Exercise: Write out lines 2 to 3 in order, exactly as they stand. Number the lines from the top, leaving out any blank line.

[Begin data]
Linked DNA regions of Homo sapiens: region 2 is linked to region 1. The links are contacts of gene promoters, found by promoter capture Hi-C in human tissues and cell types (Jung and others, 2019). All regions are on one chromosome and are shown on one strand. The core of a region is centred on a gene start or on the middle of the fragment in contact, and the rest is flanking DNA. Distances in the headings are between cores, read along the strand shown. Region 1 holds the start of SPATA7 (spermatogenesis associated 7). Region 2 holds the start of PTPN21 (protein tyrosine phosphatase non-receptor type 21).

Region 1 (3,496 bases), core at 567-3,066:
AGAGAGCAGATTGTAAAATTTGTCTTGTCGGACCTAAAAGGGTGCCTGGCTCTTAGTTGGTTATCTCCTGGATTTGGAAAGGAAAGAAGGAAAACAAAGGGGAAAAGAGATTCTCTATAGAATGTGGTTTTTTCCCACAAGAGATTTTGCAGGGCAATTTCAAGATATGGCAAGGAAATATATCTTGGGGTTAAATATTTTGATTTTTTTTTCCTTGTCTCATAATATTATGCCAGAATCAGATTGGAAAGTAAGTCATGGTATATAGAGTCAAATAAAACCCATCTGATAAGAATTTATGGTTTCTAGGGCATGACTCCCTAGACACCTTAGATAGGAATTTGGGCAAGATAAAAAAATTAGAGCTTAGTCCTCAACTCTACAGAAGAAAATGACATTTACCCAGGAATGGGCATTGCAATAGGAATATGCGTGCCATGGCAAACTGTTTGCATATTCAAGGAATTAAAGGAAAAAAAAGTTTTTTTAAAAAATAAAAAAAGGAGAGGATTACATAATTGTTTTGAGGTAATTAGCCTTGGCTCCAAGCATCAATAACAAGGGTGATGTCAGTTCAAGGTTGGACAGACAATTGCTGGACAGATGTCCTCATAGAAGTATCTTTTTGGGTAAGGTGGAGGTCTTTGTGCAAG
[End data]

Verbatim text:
Region 1 (3,496 bases), core at 567-3,066:
AGAGAGCAGATTGTAAAATTTGTCTTGTCGGACCTAAAAGGGTGCCTGGCTCTTAGTTGGTTATCTCCTGGATTTGGAAAGGAAAGAAGGAAAACAAAGGGGAAAAGAGATTCTCTATAGAATGTGGTTTTTTCCCACAAGAGATTTTGCAGGGCAATTTCAAGATATGGCAAGGAAATATATCTTGGGGTTAAATATTTTGATTTTTTTTTCCTTGTCTCATAATATTATGCCAGAATCAGATTGGAAAGTAAGTCATGGTATATAGAGTCAAATAAAACCCATCTGATAAGAATTTATGGTTTCTAGGGCATGACTCCCTAGACACCTTAGATAGGAATTTGGGCAAGATAAAAAAATTAGAGCTTAGTCCTCAACTCTACAGAAGAAAATGACATTTACCCAGGAATGGGCATTGCAATAGGAATATGCGTGCCATGGCAAACTGTTTGCATATTCAAGGAATTAAAGGAAAAAAAAGTTTTTTTAAAAAATAAAAAAAGGAGAGGATTACATAATTGTTTTGAGGTAATTAGCCTTGGCTCCAAGCATCAATAACAAGGGTGATGTCAGTTCAAGGTTGGACAGACAATTGCTGGACAGATGTCCTCATAGAAGTATCTTTTTGGGTAAGGTGGAGGTCTTTGTGCAAG